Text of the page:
It drives me nuts that guys can’t get over that fact.  Clinging to positional labels is one of the most foolish things a basketball fan or self-proclaimed analyst could do.  Shepard does just about everything and he does most of those things quite well.  Of course there is room for growth.  There is room to grow for every player out there.  J.J. O’Brien is a guy that has clearly set aside just about all of his pride to plug himself in to do whatever he’s asked to do on a given night.  Why can’t we give Shepard some of the same love?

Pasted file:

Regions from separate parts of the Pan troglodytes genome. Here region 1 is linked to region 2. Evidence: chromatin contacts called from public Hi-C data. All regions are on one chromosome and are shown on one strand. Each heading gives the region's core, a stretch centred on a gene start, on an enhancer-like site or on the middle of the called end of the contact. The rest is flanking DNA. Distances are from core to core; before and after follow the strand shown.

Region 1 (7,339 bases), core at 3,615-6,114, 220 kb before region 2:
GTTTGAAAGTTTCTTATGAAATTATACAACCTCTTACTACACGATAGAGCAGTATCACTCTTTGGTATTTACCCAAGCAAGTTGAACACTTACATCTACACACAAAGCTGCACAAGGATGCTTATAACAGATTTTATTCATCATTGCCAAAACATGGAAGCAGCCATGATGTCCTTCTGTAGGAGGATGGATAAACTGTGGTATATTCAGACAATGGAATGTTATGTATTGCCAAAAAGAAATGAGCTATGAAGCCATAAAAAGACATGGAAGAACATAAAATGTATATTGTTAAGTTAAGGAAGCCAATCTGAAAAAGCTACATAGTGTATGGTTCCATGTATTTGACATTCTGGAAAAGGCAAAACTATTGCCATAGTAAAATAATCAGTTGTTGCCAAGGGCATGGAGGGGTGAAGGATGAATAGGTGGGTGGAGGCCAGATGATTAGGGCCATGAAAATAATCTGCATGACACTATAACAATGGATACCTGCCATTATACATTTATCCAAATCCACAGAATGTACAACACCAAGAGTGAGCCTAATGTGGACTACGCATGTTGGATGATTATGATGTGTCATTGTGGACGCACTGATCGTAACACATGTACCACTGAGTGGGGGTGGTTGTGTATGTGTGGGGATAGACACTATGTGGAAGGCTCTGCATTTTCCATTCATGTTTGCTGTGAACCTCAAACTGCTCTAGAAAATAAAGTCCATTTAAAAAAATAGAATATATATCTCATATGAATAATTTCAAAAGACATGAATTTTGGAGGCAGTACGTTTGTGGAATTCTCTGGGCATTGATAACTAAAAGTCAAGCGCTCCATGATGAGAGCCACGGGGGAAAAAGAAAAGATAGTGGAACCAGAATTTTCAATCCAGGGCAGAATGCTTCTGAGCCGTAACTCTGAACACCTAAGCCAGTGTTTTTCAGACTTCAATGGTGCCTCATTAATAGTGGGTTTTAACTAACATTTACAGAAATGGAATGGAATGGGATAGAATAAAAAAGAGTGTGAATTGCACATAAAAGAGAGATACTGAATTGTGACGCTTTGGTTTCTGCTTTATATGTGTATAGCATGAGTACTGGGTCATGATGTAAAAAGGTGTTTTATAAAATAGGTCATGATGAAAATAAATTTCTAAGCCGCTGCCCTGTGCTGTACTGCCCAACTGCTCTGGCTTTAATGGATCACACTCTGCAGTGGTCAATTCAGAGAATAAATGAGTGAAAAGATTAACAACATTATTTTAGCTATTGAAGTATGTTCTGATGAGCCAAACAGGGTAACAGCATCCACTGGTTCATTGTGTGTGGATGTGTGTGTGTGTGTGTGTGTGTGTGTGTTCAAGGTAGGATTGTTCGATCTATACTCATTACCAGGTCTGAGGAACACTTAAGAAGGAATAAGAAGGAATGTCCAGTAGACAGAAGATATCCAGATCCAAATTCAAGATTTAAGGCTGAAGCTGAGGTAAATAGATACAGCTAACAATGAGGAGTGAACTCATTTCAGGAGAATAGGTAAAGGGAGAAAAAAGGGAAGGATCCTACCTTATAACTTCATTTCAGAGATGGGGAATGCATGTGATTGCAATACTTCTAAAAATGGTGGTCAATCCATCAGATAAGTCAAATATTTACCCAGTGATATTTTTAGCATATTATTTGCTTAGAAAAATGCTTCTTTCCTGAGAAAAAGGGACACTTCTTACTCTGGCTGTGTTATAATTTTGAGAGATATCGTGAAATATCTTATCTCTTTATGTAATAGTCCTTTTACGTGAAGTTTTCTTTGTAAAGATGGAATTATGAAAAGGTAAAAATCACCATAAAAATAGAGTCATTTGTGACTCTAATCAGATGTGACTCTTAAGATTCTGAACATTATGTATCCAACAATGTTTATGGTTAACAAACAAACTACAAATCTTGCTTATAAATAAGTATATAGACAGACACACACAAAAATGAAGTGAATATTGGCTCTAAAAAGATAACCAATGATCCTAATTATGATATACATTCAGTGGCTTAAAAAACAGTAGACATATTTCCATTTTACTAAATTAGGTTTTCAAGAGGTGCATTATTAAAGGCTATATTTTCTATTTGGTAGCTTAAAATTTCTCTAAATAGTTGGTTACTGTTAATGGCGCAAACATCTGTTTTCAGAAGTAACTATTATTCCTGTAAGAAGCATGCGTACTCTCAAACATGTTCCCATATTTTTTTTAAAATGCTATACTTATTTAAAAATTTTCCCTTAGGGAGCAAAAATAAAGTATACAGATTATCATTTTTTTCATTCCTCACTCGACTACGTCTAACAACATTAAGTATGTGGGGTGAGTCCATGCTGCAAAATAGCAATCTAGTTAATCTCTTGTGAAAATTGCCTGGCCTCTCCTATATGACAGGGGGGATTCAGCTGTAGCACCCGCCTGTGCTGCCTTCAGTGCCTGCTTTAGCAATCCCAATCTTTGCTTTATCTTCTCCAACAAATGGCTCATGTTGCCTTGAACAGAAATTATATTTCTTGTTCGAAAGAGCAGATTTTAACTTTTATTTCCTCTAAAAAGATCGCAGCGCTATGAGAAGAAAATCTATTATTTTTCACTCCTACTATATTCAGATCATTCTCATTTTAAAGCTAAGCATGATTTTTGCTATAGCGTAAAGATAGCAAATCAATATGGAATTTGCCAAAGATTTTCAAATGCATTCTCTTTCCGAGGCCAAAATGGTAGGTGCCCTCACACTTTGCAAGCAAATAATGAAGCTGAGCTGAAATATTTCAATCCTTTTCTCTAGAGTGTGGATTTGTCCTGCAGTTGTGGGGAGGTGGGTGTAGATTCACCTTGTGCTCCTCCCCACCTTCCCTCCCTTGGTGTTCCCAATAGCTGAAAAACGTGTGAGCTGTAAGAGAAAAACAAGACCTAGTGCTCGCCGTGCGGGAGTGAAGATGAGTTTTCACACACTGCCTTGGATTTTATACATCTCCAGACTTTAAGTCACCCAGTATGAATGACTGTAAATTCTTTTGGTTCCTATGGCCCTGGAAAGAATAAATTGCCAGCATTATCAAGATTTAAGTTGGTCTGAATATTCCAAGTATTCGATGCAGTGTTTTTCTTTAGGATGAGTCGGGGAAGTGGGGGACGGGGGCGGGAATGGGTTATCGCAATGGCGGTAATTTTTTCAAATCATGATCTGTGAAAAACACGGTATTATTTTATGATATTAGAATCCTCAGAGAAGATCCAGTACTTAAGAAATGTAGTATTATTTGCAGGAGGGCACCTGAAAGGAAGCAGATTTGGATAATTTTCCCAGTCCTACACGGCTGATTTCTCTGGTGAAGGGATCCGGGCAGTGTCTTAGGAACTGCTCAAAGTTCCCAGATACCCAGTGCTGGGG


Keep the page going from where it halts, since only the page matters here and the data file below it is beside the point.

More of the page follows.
He’s a guy that is asked to do an awful lot on the fly.  Some of those things he’s still learning to do.  But he doesn’t hesitate to take the 15 foot jumper when the flow of the offense leads him to that point.  He hasn’t stopped relentlessly hitting the glass, content with his double-digit scoring average.  This guy came into his freshman season with a bit of an attitude and has come back one year later as a leader of a top 10 program.  Words cannot show my appreciation for the work he’s put into doing that.  I know his coaches and teammates think the world of him.  I just wish the general meter of fan appreciation would come close to matching theirs.